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Calumet County considers making English its official language

  • Post Crescent editorial

  • Tue 19-Dec-2000 
    Calumet County turns a deaf ear to citizens' voices

    This is the question the Calumet County Board must consider today when it weighs in on a recommendation to make English the county's official language. The recommendation comes from the county's Salary and Personnel Committee, led by Alice Connors. In addition to the county, the resolution encourages the state and the nation to make the adoption of English as the official language of government the 28th Amendment of the Constitution.

    The suggestion uses the broad notion of practical economic policy to sweeten what amounts to self-serving rhetoric that draws its line between the races.

    Yes, the resolution includes language to allow exemptions if officials show that there is a clear impact to the health, justice, safety and (not or) welfare of the public. The exemption is allowed only after approval of the County Board or county administrator. Exclusion could be lifted only through a micro-managing system of exemptions.

    Where are the documents the county is publishing that do not have a clear impact to the health, justice, safety or welfare of the public? What duties of the county government are reserved for English-speaking residents alone?

    English is a complex language, one of the most difficult to learn, particularly as an adult. It can take several years or more to become fluent in reading, writing and speaking English, longer if the proper educational tools and social support are lacking.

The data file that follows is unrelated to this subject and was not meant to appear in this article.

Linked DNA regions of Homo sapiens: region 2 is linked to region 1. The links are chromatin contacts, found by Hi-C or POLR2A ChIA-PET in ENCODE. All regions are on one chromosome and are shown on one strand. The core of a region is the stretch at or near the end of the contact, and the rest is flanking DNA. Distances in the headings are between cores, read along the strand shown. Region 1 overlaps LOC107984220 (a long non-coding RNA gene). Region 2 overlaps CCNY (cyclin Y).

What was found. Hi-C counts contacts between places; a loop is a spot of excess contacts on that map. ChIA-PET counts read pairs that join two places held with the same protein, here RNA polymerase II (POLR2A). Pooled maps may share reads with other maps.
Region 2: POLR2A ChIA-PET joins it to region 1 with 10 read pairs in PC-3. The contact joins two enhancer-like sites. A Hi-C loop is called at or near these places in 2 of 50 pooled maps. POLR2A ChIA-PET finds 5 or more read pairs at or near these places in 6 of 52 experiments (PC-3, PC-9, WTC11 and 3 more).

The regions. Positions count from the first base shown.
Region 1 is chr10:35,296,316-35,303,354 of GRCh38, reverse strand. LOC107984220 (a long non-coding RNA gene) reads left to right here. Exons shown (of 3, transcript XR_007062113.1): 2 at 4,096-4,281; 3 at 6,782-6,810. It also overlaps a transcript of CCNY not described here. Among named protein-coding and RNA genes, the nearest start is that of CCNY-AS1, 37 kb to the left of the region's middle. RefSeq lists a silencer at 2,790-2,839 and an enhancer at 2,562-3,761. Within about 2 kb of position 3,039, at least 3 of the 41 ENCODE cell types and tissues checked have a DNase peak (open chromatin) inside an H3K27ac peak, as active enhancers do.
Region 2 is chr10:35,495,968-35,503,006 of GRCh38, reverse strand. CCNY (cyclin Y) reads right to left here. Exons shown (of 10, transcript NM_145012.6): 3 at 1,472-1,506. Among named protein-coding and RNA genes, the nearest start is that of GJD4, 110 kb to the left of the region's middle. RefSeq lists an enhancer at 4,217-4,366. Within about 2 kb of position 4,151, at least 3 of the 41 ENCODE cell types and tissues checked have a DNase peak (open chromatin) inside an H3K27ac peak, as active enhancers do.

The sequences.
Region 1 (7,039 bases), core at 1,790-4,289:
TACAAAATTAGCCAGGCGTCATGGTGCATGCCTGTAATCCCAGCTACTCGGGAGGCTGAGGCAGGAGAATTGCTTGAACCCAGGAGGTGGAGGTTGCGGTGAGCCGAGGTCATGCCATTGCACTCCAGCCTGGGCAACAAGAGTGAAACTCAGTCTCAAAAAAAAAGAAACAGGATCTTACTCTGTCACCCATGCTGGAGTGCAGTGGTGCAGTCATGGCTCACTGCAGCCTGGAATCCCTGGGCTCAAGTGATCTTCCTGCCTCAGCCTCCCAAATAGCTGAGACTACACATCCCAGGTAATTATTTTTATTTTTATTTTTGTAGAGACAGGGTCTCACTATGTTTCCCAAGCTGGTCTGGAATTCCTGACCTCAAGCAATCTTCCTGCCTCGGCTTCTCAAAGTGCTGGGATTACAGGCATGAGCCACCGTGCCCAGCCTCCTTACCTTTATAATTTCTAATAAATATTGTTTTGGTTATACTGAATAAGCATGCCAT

Imagine trying to learn the thousands of characters of Kanji, the written language used in Japan and China. Even after several years of intense study, proficiency would be tenuous, and should not be tested on critical legal or governmental documents.

    Connors makes the comment that the committee agreed that if people wanted to immigrate here, they should learn the language. A practical conclusion, that anyone coming to a new country would try to assimilate into his or her surroundings. There exist many social and financial incentives to do so. But how is that position in conflict with cooperating with people who have yet to become proficient in English, particularly in the essential matters of government?

    If money is an issue, and it often is in local government, public servants must use the means available to overcome obstacles and meet the needs of citizens. The resolution now before the Calumet County Board doesn't negate a cost-prohibitive policy of over-documentation, rather it creates, even in a seemingly minor form, a policy of alienation.

    Connors cites the cost of interpreters in the court system and Department of Human Resources as a concern for making English the official language, yet aren't these matters of health, justice, safety and welfare? If an interpreter was needed, wouldn't it be required in these cases as an exemption from the official language?

    "It's discriminatory," says Micabel Diaz, legal director for the American Civil Liberties Union of Wisconsin, who notes that in 1848, the Wisconsin state constitution was printed in three languages -- English, French and Norwegian, for review by the public.

    The minorities moving to the Fox Valley today are a valuable and dearly needed resource for our communities, drawn here to balance the supply and demands of our successful economy.

    Diversity is a two-way street. Calumet County must recognize that it cannot simultaneously welcome cultural difference and discourage its practice.


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